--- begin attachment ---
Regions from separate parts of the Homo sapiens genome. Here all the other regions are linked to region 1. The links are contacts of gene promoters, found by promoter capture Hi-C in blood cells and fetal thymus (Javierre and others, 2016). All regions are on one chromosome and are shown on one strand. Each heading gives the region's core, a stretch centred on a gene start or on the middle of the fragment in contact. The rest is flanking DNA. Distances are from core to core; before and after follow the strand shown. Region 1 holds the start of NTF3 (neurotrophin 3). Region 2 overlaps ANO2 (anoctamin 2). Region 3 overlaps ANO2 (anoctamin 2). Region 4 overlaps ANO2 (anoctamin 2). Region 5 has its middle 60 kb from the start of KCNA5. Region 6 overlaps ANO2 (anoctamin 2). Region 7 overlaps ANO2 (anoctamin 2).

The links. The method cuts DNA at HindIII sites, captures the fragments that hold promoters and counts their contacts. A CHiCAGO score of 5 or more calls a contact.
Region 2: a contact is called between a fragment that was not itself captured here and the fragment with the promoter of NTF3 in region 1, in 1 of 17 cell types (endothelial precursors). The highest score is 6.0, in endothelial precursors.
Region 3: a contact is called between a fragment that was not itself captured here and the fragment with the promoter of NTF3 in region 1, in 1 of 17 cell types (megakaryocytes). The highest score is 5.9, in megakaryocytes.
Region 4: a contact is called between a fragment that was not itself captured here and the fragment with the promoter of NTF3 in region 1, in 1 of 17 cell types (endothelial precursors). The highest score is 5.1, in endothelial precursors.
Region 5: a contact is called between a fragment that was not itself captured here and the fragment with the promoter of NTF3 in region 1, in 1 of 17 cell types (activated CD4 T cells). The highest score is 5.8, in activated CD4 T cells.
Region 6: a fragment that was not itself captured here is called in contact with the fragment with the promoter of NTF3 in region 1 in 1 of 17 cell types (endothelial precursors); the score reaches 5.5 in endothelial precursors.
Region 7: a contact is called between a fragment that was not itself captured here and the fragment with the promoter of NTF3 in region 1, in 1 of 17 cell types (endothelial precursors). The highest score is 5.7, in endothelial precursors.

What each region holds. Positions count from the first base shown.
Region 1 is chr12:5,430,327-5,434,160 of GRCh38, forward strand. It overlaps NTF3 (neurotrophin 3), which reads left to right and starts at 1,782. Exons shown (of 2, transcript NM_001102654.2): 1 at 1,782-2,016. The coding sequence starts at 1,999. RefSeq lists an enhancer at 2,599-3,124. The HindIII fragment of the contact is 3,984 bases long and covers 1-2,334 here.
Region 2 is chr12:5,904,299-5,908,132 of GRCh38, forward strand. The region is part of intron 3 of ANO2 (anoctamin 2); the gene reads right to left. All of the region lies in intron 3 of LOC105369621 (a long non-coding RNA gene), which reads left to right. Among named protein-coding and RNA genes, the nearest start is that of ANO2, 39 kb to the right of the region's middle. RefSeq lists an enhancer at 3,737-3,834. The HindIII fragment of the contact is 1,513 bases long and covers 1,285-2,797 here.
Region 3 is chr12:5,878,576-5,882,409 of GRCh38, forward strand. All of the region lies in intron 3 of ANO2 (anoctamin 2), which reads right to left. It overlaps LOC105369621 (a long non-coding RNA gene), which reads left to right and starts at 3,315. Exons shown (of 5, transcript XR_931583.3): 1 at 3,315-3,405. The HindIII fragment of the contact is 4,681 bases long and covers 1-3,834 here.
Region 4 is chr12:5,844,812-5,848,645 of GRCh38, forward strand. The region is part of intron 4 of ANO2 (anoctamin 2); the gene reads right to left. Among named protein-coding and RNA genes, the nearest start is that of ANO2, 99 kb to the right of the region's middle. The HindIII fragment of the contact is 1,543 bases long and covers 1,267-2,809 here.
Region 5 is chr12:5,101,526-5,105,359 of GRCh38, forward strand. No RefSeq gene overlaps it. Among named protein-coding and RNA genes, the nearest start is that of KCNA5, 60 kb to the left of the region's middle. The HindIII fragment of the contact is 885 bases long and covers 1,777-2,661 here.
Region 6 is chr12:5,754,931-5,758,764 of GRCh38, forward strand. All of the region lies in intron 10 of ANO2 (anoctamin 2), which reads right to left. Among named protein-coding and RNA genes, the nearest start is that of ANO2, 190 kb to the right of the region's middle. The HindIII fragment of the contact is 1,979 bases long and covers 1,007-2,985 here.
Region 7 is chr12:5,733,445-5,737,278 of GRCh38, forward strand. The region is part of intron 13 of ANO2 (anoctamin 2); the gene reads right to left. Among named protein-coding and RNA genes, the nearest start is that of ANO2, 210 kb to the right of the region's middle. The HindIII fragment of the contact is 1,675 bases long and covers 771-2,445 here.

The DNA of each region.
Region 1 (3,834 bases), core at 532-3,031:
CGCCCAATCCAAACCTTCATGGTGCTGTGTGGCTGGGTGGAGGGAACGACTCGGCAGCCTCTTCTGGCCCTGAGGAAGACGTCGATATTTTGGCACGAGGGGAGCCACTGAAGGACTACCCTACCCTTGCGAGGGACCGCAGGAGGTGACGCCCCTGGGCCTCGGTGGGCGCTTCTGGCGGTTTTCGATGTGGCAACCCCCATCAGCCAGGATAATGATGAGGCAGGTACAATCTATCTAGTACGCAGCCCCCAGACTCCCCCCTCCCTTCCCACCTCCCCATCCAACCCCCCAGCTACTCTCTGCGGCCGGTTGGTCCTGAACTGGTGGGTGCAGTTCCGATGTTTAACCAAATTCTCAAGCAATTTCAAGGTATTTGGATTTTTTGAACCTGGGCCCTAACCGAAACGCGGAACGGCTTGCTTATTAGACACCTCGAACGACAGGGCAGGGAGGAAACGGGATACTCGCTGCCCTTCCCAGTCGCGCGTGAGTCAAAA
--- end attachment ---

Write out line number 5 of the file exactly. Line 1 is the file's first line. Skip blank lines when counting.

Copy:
Region 4: a contact is called between a fragment that was not itself captured here and the fragment with the promoter of NTF3 in region 1, in 1 of 17 cell types (endothelial precursors). The highest score is 5.1, in endothelial precursors.